## Video mapping showreel

### Video mapping showreel

A collection of clips from various events where I was doing visuals - all done with magic.
[media]

Enjoy!
Kvasnik

Posts: 67
Joined: Thu Feb 05, 2015 1:09 am

### Re: Video mapping showreel

Some cool stuff Kvasnik - especially like the immersive cubes towards the end. Any insight as to how you achieved the mapping?

Posts: 802
Joined: Sat Aug 02, 2014 7:10 pm
Location: London, UK

### Re: Video mapping showreel

I'm actually planning to make a tutorial soon showing how to do video mapping with magic (using a projector). I'm going to try and keep it as basic as possible, but if you have any specific questions please let me know!

M
Kvasnik

Posts: 67
Joined: Thu Feb 05, 2015 1:09 am

### Re: Video mapping showreel

A tutorial would be welcome, thanks. Chasers and other (cliche?) PM effects, achieving accurate predictable perspective foreshortening, the practical mapping process, directing content to individual slices, slice groups or all slices.

Posts: 802
Joined: Sat Aug 02, 2014 7:10 pm
Location: London, UK

### Re: Video mapping showreel

I'm not sure what you mean by:
Chasers and other (cliche?) PM effects, achieving accurate predictable perspective foreshortening,

Regarding the other stuff I've tried to keep the tutorial as simple as possible, not to discourage people new to it. But I'm open to adapt it. Also I was planning to do it as a thing to read, rather than a video clip. But I'm open to suggestions, just not a fan of my own voice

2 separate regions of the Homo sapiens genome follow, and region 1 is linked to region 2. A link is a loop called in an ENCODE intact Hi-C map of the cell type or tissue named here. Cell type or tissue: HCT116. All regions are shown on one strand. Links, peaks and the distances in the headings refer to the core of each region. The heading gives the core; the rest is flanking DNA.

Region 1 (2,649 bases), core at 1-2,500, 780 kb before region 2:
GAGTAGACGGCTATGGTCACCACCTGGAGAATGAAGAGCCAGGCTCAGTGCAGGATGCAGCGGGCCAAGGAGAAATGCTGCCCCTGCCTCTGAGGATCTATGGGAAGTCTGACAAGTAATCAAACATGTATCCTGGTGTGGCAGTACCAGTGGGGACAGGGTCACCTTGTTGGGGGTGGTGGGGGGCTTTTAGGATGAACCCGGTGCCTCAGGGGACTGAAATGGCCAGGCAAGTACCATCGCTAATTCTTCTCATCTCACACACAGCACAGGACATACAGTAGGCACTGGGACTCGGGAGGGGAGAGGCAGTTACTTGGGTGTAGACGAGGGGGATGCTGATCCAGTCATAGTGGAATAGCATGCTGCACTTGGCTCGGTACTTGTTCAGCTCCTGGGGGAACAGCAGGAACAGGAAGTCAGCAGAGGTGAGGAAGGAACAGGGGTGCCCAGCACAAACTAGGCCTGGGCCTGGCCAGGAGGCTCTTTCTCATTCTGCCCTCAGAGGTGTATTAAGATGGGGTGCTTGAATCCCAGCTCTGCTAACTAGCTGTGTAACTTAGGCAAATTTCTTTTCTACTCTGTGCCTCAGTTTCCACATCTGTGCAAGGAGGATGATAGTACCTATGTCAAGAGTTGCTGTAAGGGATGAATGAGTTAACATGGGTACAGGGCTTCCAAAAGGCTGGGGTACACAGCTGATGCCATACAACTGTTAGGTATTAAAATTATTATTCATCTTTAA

M
Kvasnik

Posts: 67
Joined: Thu Feb 05, 2015 1:09 am

### Re: Video mapping showreel

I know what you mean about not being a fan of your own voice!

OK just so we get definitions right, a chaser describes the effect of displaying something across each mapped surface in turn. If you can imagine 3 sides of a cube being viewed from a corner and the projection shows content on each side in turn. With many surfaces it looks like the images is chasing across the set. I guess easy enough with a Input Selector.

By other (potentially cliche) effects I am referring to edge and face effects on mapped surfaces like edge marquees or depth effects on faces.

Regarding accurate and predictable foreshortening (perhaps that not the right word) - when an image is mapped to an oblique surface not only does the vertical height get squashed as it recedes but the horizontal distance continuously decreases (see the grid in the image).

71J1NlCkdkL._AC_SY355_.jpg (46.96 KiB) Viewed 3173 times

It isn't too challenging to to jockey vertices into place to the corner points pushing receding points closer together thereby scaling the image vertically. Moving corner points only scales between vertices though, so while an image in perspective might be vertically smaller at the back, it should also squash continuously horizontally. This horizontal squashing is done automatically when rotating images in 3d space but not necessarily when moving the corner vertices of an image.

Obviously, rotating planes is easy enough but not always convenient for projection mapping where planes might not be square or are at an odd angle. So for point pushing you need to guess the vanishing point and then scale continuously smaller horizontally.